The last few months have seen a succession of memorials and funerals for some icons of our age, from Madiba Mandela to Pete Seeger, who gave the earlier years of struggle for equality and diversity their songs, catchphrases, cheerleaders and recognisable faces, and much of their energy. We also mark the passing of Professor Stuart Hall, the West-Indian-born sociologist who did much to establish antiracism in social science, and who was very clear about the distinction between positive factors such as differences, differentiation and diversity and the negativity of discrimination.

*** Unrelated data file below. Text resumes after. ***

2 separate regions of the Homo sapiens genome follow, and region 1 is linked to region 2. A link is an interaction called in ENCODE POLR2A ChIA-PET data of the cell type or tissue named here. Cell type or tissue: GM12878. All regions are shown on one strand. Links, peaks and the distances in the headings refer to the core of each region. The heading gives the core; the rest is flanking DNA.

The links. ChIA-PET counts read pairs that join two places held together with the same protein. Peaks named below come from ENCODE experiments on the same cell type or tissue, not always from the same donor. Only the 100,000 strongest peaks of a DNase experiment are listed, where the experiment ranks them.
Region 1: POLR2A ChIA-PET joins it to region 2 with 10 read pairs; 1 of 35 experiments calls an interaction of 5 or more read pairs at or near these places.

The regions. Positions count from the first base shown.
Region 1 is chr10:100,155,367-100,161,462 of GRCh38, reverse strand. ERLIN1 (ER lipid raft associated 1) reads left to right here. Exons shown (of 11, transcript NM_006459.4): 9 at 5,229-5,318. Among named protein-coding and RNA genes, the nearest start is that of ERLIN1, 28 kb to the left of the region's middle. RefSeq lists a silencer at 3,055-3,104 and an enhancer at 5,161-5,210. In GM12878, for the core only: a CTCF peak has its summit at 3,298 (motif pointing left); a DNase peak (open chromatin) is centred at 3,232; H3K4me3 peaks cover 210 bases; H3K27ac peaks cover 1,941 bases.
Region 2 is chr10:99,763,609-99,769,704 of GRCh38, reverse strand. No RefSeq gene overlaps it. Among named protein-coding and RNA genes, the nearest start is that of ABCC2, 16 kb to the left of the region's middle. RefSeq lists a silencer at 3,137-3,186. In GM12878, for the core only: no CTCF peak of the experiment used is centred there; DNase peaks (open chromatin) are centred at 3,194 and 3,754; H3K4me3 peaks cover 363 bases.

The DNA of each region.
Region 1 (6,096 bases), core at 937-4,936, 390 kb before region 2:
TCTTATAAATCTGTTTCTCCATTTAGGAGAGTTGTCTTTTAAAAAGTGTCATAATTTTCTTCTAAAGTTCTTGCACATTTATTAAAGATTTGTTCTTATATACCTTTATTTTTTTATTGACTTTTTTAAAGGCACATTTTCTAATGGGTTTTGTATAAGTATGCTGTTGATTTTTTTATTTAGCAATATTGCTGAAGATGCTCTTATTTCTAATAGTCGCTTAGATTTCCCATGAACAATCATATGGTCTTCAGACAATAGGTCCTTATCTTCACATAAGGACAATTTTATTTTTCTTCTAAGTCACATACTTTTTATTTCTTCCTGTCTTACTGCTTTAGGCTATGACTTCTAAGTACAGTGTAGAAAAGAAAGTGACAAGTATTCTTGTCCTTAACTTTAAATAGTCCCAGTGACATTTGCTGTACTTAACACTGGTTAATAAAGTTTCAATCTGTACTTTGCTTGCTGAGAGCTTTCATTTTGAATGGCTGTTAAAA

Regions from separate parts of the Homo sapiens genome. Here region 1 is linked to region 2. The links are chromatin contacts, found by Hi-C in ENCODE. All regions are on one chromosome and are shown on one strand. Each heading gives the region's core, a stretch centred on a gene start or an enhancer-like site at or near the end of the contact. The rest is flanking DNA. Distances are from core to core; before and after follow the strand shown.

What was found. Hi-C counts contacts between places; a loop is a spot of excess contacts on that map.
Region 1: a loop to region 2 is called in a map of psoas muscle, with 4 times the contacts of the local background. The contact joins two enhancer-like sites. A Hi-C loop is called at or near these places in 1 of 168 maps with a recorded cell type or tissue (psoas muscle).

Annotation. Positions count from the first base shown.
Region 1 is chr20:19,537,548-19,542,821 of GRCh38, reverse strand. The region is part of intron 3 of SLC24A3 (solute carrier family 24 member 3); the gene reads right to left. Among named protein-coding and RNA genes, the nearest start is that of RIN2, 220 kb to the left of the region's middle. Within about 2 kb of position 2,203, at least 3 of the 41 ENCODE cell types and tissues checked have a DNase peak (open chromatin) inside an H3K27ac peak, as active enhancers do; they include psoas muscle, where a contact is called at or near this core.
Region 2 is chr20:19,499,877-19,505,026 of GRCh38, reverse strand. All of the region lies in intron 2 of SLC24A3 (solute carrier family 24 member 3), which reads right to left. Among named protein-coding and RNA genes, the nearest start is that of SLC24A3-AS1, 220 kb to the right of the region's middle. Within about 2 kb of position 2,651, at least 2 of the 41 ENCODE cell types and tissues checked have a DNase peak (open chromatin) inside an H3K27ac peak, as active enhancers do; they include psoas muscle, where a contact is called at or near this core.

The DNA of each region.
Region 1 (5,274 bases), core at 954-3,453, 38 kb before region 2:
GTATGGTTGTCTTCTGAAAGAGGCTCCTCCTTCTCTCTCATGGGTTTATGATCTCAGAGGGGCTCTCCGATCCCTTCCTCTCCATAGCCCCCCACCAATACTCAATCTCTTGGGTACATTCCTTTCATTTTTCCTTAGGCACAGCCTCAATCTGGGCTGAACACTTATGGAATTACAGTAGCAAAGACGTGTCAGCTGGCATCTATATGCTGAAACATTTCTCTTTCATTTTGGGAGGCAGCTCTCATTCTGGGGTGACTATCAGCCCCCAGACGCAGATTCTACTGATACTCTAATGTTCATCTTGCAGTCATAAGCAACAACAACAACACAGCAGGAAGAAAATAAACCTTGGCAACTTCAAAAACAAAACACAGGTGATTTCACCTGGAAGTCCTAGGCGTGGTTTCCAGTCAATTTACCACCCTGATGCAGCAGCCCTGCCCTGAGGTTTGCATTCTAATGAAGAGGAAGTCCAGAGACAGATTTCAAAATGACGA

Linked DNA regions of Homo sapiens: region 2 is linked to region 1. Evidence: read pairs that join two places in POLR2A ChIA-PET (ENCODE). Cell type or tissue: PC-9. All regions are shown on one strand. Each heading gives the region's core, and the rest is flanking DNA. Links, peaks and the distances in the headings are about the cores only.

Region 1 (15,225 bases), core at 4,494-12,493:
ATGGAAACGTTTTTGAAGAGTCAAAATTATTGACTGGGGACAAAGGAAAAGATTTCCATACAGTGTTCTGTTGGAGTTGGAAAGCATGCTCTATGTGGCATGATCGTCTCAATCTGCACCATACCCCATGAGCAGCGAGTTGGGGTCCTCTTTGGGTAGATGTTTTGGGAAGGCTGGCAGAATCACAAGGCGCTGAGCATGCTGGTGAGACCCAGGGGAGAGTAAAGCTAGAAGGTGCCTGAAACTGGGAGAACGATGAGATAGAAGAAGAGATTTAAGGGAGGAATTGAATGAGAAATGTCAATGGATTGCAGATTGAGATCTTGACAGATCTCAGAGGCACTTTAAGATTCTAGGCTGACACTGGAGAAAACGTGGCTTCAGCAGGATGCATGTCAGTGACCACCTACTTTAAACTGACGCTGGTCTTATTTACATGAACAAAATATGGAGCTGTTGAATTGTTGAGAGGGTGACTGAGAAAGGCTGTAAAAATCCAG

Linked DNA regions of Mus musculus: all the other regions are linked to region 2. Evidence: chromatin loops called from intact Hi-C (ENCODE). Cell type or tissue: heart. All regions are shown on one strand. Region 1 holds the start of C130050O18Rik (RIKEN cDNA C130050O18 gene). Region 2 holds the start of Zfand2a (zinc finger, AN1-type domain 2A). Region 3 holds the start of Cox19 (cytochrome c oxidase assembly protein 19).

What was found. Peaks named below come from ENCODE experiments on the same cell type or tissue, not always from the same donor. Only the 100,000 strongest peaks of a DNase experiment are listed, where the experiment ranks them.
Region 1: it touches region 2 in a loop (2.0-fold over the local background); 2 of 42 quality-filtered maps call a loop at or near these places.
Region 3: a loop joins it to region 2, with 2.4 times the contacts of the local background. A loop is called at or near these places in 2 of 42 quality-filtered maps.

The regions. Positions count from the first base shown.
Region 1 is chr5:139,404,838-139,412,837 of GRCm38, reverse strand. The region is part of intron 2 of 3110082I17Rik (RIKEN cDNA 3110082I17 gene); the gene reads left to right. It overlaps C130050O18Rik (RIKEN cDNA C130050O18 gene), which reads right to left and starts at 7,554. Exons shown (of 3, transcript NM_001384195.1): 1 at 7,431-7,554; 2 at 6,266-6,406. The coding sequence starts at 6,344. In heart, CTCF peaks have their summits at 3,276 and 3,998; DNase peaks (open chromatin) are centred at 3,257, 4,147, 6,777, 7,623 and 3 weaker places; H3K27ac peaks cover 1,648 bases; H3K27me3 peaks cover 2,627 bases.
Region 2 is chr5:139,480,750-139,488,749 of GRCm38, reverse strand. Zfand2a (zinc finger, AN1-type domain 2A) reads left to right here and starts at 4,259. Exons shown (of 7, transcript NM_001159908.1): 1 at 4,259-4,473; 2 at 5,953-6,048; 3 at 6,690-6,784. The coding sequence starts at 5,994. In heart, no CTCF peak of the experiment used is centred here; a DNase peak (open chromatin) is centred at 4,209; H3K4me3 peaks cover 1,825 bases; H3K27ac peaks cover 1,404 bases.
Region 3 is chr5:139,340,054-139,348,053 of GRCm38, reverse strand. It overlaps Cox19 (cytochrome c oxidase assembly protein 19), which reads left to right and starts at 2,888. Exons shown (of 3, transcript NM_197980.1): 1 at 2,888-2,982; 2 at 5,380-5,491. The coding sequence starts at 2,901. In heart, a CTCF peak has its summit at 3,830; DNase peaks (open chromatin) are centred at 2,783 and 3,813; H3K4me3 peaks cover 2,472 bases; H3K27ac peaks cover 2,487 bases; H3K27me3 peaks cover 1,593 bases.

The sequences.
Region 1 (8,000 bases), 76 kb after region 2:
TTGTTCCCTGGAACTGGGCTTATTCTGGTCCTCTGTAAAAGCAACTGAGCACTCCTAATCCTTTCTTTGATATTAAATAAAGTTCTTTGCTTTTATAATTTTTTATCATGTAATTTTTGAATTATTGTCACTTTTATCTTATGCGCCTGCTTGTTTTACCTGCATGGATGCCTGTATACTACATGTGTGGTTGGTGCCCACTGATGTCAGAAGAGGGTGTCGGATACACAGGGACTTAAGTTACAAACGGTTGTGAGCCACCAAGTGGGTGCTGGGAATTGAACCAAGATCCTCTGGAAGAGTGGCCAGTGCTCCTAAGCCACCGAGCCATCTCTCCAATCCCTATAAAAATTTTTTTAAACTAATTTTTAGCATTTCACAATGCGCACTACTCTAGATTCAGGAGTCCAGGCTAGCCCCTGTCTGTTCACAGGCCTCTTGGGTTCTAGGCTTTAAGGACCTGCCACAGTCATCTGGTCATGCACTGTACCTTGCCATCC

The struggle continues. Regular readerswill be aware that one of our major concerns is violence and discrimination aimed at women, particularly when bound up in and accentuated by ‘ethnic’ or ‘cultural’ considerations that militate against criticism. It was therefore good to see how communities and activists came together to support international End FGM day (Tuesday 6 February 2014). This was a highly successful campaign that at one stage garnered two signatures a second on a petition to urge British schools to tackle this issue through education and vigilance. The Twitter hashtag #EndFGM rapidly became a trending address, and is worth a visit to find what is still ongoing with regard to this issue. It now seems that theUKSecretary of State for Education has in fact bowed to pressure and will be writing to all schools to alert them to this issue. Only by constant organisation and pressure, often through such websites as www.change.org, can we bring about improvement and challenge the process that Stuart Hall termed ‘othering’ by making the ‘other’ part of ‘us.’